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Microsoft extends Secured-core concept to servers
Certifies hardware with malware-crimping spec, already common in PCs, for Azure Stack and Windows Server
Microsoft has extended the Secured-core concept it applied to PCs in 2019 to servers, and to Windows Server and Azure Stack HCI.
Secured-core sees Microsoft work with hardware manufacturers to ensure that their products include TPM 2.0 modules, ship with Secure Boot enabled by default in BIOS, and use the Dynamic Root of Trust for Measurement tech that allows use of Intel's Trusted Execution Technology (TXT) and AMD's Secure Virtual Machine (SVM).
Once those elements are in place, Microsoft is confident hardware is harder to compromise with firmware-based attacks, and is less susceptible to running unverified code.
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Redmond's announcement of Secured-core servers explains that its approach buttresses defences against threats such as ransomware because it employs Hypervisor-Protected Code Integrity (HVCI) – a tech that only allows signed executables to run.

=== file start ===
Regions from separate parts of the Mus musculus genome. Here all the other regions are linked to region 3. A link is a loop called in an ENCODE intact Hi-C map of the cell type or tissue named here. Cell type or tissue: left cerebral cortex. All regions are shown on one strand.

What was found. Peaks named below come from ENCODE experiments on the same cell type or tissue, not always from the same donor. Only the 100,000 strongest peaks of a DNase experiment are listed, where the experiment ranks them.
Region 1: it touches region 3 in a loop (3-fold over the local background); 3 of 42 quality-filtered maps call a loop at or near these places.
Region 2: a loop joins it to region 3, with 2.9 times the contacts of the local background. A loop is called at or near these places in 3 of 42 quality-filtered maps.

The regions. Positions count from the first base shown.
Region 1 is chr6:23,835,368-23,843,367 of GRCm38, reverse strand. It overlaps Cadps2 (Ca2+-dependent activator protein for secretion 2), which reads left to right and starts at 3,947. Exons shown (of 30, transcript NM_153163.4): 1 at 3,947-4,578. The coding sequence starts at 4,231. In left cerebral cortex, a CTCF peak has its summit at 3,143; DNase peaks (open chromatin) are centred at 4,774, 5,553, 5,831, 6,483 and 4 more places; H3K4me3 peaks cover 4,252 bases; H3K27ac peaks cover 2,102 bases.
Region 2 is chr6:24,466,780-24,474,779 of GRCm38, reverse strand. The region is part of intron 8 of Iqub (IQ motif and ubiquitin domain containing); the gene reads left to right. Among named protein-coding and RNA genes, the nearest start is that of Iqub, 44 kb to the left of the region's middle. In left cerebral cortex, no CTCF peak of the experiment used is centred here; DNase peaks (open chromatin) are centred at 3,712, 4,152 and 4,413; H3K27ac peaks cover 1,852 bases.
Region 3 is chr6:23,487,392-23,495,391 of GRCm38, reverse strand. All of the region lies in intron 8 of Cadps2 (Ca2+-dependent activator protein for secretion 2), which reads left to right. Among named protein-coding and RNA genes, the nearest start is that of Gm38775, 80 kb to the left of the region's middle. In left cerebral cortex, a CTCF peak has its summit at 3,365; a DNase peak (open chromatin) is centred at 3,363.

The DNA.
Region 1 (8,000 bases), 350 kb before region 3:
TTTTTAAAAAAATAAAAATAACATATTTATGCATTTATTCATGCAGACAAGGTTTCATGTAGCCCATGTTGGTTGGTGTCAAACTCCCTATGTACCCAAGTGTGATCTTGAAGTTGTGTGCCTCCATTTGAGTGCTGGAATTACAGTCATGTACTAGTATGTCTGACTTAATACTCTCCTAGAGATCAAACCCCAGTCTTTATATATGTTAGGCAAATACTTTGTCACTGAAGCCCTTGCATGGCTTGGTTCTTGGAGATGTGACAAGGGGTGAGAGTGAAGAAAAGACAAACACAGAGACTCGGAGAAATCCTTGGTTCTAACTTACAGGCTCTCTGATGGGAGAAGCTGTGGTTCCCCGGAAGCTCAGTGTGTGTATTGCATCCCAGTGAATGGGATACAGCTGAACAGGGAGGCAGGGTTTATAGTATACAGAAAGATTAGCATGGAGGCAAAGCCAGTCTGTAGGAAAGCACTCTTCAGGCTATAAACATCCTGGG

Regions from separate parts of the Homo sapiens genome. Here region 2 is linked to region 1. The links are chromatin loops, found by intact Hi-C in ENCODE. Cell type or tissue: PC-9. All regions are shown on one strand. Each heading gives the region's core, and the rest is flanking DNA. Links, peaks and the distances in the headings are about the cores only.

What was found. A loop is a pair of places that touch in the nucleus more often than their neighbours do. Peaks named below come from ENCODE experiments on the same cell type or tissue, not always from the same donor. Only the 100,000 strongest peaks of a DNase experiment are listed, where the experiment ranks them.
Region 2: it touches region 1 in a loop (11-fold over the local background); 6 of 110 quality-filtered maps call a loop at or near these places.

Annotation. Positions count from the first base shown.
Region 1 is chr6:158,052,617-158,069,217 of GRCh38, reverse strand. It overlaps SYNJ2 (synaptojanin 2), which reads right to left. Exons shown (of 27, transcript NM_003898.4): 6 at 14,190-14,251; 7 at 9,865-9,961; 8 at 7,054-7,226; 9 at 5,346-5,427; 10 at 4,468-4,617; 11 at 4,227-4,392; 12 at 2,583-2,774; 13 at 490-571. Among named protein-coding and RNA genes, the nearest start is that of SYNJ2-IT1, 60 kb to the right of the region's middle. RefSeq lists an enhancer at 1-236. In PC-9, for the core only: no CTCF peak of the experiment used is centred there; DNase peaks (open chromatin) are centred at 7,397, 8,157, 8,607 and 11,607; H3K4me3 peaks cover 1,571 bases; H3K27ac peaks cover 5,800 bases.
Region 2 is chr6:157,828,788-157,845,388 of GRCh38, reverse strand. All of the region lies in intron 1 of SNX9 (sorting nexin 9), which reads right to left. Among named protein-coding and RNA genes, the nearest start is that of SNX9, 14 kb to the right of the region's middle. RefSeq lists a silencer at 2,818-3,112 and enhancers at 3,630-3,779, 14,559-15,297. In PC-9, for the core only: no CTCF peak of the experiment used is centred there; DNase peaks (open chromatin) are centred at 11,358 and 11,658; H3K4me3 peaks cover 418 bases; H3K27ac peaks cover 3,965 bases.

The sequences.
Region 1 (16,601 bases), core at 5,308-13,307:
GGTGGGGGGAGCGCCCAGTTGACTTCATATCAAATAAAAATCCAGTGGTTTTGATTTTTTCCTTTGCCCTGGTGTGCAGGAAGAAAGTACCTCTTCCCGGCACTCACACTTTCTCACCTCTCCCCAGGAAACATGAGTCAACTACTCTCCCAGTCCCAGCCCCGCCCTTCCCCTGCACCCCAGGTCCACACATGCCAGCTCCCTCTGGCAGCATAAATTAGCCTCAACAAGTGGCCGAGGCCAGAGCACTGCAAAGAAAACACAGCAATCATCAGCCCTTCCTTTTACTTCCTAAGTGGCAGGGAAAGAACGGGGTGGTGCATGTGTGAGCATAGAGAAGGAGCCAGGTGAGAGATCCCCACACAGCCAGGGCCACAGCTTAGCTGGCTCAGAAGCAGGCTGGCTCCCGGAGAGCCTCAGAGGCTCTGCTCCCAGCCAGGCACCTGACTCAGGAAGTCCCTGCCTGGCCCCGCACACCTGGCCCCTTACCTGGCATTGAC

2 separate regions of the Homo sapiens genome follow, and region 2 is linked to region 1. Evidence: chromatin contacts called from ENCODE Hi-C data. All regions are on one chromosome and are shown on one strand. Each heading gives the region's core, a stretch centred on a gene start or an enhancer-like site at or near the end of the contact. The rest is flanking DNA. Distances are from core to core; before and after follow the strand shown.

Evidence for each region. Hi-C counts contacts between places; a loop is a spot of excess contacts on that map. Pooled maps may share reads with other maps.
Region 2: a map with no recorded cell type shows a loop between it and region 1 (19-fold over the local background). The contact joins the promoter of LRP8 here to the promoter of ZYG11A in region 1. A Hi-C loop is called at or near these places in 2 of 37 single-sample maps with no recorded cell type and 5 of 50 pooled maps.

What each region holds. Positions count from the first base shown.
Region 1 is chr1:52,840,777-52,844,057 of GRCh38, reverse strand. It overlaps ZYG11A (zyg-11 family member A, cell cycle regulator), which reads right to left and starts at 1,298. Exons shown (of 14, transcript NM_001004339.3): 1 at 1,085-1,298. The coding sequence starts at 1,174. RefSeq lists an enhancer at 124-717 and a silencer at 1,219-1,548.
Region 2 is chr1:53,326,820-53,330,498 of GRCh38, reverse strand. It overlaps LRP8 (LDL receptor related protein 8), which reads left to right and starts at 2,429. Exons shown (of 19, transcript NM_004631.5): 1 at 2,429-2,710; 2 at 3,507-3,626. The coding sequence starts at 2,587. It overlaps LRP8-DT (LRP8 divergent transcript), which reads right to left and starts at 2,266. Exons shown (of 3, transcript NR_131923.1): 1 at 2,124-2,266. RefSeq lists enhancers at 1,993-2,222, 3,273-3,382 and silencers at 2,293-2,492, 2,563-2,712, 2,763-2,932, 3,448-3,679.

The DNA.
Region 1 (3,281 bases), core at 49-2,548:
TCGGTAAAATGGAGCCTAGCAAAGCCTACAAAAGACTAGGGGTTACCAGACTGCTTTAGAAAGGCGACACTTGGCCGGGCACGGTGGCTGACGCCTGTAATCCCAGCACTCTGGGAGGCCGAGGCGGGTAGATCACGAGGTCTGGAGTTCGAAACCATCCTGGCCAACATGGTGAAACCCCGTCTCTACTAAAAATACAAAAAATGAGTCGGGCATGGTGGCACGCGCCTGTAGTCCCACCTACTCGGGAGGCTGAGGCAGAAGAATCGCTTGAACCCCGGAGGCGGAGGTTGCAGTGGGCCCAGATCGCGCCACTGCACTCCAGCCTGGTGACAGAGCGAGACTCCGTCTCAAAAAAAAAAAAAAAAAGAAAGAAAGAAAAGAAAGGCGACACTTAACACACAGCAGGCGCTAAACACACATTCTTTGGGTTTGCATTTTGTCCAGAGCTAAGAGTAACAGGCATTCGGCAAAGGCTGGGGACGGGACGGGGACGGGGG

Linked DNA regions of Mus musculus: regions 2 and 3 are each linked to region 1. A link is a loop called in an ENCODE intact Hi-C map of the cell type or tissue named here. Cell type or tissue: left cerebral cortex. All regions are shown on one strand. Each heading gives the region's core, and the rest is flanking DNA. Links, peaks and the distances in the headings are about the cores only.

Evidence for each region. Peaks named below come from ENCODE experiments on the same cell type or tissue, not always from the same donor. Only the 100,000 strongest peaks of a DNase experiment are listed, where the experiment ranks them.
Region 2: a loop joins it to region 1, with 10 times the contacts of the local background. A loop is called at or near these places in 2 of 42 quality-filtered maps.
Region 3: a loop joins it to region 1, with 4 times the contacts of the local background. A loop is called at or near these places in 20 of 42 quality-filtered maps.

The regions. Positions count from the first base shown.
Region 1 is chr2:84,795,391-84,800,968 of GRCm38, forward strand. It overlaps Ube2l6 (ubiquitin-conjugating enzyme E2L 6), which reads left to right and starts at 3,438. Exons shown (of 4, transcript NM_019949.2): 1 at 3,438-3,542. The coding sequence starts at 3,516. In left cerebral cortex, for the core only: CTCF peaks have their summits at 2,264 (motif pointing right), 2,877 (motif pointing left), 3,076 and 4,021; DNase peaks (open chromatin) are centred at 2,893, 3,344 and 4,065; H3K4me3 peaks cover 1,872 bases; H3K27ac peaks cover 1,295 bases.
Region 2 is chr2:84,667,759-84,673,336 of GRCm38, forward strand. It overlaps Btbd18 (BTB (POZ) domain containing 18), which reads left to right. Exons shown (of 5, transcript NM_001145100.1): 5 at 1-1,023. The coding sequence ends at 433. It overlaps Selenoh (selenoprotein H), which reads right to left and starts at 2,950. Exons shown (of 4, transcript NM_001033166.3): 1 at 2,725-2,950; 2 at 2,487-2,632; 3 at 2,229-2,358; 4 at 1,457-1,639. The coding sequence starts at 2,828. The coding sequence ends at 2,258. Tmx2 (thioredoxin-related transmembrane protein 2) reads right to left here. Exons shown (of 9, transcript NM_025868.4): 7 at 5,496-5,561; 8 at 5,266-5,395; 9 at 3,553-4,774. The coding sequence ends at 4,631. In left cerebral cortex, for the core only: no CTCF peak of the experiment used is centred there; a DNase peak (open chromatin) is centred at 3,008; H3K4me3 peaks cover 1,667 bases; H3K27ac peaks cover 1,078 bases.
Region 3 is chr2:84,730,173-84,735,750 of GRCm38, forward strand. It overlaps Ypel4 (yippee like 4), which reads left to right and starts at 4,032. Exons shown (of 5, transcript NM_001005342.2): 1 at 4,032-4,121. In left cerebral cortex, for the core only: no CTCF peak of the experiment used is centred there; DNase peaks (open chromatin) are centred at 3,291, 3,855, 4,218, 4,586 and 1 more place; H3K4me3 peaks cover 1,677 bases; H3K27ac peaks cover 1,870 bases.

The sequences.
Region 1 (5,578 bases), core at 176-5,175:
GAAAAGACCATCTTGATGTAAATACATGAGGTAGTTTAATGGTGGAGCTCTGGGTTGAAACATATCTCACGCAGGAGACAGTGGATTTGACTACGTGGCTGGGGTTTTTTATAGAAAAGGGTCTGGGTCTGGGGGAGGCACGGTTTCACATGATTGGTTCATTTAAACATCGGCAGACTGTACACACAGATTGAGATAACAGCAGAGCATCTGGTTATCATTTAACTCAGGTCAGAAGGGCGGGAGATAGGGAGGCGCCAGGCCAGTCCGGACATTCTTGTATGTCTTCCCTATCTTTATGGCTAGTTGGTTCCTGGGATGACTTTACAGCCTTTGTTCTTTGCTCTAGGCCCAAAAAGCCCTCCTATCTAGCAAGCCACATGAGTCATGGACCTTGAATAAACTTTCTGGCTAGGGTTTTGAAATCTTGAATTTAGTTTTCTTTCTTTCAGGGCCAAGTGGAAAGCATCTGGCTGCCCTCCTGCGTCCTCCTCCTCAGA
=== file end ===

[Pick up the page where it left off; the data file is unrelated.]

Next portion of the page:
The Mimikatz password-dumping tool – a favorite of attackers seeking to plant ransomware – fiddles with the Windows kernel as it works. Microsoft reckons a Secured-core server running HVCI will spot it at work and potentially stop it. This is no bad thing.
Secured-core PCs are not hard to find. Just about every leading vendor offers such a configuration.
At the time of writing, Microsoft lists 42 servers that meet the spec when running Windows Server, plus four systems to run Azure Stack HCI.
Microsoft's post also indicates that Azure-certified IoT devices can use the Secured-core spec. ®